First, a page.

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Patrick Debois has been working on closing the gap between development and operations for many years. In 2009 he organized the first devopsdays.org conference and since then the world is stuck with the term 'devops'. Always seeking for opportunities to optimize the global IT instead of local optimizations. Patrick is a DZone MVB and is not an employee of DZone and has posted 39 posts at DZone. You can read more from them at their website. View Full User Profile

Compiling a nodejs projects as a single binary

05.16.2013
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Let's face it, if you write software it's often hard to distribute it: you have the runtime , the modules you depend on and your software itself. Sure you can package that all but packages ofter require you to have root-privileges to install.

Therefore at times it's convenient to have a single file/binary distribution. Download the executable and run it. For ruby project you can convert things into a single jar using Jruby. A good example is the logstash project: download 1 file , run it and you're in business. But you'd still require the java runtime to be installed. (thanks Apple, NOT).

This is a extra of the GO language but I was looking for a similar thing for nodejs. And the following documentation is the closest I could it get: (it works!)

Compiling plain javascript (no external modules)

Enter nexe a tool to compile nodejs projects to an executable binary.

The way it works is: - it downloads the nodejs source of your choice - it creates a single file nodejs source (using sardines ) - it monkey patches the nodejs code to include this single file in the binary (adding it to the lib/nexe.js directory)

Creating a binary is as simple as:

$ nexe -i myproject.js -o myproject.bin -r 0.10.3

Caveats:

Alternatives:

Embedding a native module (in the nodejs binary)

Many of these single packaging tools, suffer from the problem of handline native modules.

nexe doesn't handle native modules (yet).

But with a little persistance and creativity, this is what I did to add the pty.js native module directly to the nodejs binary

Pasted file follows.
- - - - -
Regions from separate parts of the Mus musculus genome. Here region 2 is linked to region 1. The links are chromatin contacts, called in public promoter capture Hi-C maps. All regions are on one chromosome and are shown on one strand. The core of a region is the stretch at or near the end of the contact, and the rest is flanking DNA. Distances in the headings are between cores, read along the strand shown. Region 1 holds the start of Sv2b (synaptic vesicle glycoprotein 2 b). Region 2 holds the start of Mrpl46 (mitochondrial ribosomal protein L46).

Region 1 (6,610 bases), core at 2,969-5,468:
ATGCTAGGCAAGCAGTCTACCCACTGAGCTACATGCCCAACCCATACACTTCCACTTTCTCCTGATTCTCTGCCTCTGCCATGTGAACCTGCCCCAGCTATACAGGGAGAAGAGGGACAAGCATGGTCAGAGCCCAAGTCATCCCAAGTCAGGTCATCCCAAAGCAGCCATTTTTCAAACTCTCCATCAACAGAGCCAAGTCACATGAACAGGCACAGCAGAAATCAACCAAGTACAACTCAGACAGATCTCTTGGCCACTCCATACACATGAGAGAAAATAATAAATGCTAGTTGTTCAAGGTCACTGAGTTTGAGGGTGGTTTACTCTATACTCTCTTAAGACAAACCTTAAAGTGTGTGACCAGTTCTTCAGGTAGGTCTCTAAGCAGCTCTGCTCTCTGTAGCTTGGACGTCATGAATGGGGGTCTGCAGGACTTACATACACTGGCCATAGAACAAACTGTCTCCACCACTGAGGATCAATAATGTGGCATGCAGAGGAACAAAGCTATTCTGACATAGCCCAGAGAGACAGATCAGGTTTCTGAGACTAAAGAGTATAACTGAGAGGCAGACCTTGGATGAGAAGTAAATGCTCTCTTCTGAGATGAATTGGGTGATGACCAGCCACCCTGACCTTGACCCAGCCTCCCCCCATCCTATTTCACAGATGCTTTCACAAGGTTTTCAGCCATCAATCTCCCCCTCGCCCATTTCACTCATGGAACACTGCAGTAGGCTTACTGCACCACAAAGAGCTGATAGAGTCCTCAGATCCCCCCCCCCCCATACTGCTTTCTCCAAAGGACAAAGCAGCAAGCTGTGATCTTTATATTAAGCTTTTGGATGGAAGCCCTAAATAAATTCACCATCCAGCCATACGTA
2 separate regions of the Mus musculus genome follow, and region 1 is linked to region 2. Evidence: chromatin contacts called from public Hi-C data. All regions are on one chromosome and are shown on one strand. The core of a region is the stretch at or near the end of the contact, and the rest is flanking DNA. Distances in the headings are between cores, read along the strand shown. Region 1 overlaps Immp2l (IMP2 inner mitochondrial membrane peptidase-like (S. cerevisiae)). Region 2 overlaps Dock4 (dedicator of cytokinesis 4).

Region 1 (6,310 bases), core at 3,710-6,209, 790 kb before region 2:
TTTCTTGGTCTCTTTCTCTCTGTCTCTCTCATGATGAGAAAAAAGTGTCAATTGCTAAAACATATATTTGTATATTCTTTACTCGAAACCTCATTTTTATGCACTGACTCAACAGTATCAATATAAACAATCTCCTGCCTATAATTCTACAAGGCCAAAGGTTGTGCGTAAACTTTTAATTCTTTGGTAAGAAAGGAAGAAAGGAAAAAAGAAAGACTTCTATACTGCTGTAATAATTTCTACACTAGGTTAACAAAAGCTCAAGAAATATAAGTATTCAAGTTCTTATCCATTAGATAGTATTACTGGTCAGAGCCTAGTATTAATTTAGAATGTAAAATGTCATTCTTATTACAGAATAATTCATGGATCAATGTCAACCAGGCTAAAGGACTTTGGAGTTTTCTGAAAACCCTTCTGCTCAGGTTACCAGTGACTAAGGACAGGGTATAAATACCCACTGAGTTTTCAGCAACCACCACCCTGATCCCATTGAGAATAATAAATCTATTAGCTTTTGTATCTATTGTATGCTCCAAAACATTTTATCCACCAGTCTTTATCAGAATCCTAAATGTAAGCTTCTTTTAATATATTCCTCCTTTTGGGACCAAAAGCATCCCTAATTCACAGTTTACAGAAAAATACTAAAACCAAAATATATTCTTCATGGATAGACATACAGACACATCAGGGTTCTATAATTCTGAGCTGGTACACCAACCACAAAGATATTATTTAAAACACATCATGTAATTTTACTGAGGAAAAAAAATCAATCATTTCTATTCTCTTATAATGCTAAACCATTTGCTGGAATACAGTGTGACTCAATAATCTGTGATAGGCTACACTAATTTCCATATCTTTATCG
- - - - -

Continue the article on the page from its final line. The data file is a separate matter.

$ tar -xzvf node-v0.8.21.tar.gz
$ cd node-v0.8.21

# Copy the native code in the src directory
# If there is a header file copy/adapt it too
$ cp ~/dev/terminal.js/node_modules/pty.js/src/unix/pty.cc src/node_pty.cc

# Correct the export name of the module
# Add the node_ prefix to the node_module name
# Last line should read - NODE_MODULE(node_pty, init)

# add node_pty to src/node_extensions.h (f.e. right after node_zlib)
# NODE_EXT_LIST_ITEM(node_pty)

# Copy the pty.js file
$ cp ~/dev/pty.js/lib/pty.js lib/pty.js

# Add the pty.js to the node.gyp
# Somewhere in the library list add pty.js
# Somewhere in the source list add node_pty.cc

# Adapt the namings/bindings in lib/pty.js
# 1) replace: var pty = require('../build/Release/pty.node');
#    with: var binding = process.binding('pty');
# 2) replace all references to pty. to binding.

$ make clean
$ ./configure
$ make

Now you have a custom build node in out/Release/node The filesize was about 10034856 , you can further strip it and 6971192 (6.6M)

Now you need to remove the native dependency from your package.json before you nexe build it

Packaging the file

A single binary now makes it easy to to make a curl installer from it as it only requires you to download file. Remember the caveat of this.

And you can still package it up:

Extras

Rant about why it's a good or bad Idea - Secure Nodejs distribution

More info on the process.binding:

Convert nodejs projects to single file/beautifier:

Cross compiling:

Published at DZone with permission of Patrick Debois, author and DZone MVB. (source)

(Note: Opinions expressed in this article and its replies are the opinions of their respective authors and not those of DZone, Inc.)